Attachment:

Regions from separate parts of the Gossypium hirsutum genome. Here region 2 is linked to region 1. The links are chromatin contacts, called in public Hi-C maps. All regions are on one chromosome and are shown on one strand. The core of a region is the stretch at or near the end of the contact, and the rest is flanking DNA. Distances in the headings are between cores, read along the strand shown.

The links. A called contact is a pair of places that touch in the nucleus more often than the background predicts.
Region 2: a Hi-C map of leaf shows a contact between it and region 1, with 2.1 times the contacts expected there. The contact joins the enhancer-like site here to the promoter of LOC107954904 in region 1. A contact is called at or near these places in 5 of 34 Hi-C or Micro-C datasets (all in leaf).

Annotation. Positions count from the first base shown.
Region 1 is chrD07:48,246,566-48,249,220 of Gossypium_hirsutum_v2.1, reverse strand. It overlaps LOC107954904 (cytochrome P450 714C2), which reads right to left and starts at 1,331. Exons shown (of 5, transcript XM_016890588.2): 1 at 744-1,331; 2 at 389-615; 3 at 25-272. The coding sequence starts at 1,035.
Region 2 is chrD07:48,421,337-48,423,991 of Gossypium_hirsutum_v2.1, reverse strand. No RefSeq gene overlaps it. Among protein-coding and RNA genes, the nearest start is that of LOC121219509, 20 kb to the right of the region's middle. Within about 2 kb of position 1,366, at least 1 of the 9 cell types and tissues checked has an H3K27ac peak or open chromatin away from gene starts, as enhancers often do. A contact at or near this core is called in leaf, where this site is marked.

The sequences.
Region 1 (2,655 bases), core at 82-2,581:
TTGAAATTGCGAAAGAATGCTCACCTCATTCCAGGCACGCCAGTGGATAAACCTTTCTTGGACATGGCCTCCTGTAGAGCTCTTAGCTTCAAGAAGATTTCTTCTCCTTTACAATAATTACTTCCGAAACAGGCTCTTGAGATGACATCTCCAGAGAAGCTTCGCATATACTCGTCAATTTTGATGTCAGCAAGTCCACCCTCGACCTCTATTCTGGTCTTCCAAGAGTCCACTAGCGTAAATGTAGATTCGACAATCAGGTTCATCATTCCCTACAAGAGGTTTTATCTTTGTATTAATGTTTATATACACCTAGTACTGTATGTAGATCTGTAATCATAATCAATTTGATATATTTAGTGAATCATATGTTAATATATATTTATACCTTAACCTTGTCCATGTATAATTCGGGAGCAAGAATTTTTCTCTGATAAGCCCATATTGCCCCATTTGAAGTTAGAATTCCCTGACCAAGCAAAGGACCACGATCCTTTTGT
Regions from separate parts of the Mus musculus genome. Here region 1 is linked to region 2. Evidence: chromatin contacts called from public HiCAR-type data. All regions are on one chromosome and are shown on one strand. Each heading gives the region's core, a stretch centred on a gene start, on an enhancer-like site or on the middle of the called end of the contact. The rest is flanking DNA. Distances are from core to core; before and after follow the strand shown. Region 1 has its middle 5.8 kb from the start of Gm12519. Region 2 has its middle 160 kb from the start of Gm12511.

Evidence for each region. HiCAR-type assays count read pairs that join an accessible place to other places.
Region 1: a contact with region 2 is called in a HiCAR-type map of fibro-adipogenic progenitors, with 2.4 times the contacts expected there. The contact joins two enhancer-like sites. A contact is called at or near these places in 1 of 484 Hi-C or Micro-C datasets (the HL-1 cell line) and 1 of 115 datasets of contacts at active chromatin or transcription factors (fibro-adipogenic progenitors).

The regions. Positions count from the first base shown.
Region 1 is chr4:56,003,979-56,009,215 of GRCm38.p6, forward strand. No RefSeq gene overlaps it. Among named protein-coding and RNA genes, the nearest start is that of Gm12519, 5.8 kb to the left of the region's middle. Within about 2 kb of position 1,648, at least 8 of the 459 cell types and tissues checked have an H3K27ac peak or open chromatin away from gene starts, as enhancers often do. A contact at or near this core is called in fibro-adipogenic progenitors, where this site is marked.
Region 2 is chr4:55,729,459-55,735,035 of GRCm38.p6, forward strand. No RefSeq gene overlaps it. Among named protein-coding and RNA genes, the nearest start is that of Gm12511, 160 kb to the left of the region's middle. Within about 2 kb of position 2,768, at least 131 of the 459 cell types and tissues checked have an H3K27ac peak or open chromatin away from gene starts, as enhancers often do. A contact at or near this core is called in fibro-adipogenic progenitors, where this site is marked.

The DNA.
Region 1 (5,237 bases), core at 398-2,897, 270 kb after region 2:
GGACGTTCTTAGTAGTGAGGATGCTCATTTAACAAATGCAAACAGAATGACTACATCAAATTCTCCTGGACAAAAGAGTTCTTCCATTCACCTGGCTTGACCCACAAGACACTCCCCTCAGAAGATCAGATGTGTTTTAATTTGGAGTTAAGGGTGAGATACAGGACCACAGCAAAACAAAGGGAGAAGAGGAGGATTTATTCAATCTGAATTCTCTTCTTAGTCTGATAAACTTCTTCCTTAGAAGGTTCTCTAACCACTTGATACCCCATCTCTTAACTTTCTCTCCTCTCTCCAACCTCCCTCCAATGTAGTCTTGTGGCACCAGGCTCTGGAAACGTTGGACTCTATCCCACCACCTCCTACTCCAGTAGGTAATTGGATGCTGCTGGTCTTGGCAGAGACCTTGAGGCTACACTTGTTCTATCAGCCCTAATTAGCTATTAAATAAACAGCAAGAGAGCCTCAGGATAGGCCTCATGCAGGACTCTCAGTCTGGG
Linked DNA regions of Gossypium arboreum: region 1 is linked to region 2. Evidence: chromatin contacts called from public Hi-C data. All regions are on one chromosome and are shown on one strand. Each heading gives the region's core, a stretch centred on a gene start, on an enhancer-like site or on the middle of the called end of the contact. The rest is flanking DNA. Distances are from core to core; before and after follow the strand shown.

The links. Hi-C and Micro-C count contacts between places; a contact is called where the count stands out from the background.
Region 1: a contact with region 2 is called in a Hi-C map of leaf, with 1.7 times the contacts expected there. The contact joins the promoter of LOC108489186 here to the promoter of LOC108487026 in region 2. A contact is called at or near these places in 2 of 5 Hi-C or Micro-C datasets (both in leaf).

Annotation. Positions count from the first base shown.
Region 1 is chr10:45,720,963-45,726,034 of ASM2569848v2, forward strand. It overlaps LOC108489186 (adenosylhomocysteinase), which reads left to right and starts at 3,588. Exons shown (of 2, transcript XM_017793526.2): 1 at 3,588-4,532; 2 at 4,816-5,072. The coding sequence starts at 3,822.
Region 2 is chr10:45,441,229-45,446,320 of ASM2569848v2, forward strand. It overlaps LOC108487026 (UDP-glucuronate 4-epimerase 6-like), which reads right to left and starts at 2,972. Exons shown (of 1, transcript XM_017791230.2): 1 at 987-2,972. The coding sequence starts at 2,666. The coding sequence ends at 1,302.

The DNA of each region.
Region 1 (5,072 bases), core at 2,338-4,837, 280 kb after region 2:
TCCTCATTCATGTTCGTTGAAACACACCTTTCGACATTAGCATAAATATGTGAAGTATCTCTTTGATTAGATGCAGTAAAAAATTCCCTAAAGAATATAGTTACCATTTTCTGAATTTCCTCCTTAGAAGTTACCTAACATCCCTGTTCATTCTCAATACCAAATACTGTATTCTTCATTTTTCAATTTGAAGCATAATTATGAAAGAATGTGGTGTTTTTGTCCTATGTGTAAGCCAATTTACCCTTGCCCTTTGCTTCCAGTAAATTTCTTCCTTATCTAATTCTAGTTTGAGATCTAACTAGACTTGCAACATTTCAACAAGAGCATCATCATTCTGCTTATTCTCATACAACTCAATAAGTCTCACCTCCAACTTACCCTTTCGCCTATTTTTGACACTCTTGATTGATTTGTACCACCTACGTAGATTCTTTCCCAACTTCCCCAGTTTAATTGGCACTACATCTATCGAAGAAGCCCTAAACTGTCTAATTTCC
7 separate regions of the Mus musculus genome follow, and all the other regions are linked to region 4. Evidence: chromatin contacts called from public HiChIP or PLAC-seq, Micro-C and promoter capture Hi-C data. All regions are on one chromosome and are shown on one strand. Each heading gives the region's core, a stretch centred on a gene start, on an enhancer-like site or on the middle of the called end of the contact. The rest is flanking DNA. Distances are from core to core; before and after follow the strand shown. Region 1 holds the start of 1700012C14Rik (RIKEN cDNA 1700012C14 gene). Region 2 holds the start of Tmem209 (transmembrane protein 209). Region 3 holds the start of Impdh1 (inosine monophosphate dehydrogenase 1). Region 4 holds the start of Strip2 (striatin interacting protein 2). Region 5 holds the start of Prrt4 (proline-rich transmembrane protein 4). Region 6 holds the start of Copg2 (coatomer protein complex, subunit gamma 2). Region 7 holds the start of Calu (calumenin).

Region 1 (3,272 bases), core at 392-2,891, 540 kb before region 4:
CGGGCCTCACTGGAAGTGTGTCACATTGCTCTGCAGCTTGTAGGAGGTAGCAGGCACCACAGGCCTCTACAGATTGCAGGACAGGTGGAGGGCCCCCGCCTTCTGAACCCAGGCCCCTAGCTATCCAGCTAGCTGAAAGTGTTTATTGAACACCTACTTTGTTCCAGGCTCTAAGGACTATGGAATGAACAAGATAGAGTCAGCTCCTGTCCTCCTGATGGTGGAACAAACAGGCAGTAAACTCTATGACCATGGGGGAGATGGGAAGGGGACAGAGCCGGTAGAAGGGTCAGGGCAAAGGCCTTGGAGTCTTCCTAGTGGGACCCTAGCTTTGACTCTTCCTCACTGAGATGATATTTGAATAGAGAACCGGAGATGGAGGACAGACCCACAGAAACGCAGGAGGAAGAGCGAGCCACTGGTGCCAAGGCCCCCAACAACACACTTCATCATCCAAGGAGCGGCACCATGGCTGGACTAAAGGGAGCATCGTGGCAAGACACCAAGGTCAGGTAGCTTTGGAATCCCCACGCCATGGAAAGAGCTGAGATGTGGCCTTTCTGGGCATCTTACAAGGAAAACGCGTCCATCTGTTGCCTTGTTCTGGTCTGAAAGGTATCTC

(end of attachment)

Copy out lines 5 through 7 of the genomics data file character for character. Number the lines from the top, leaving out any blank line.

Region 1 is chrD07:48,246,566-48,249,220 of Gossypium_hirsutum_v2.1, reverse strand. It overlaps LOC107954904 (cytochrome P450 714C2), which reads right to left and starts at 1,331. Exons shown (of 5, transcript XM_016890588.2): 1 at 744-1,331; 2 at 389-615; 3 at 25-272. The coding sequence starts at 1,035.
Region 2 is chrD07:48,421,337-48,423,991 of Gossypium_hirsutum_v2.1, reverse strand. No RefSeq gene overlaps it. Among protein-coding and RNA genes, the nearest start is that of LOC121219509, 20 kb to the right of the region's middle. Within about 2 kb of position 1,366, at least 1 of the 9 cell types and tissues checked has an H3K27ac peak or open chromatin away from gene starts, as enhancers often do. A contact at or near this core is called in leaf, where this site is marked.

The sequences.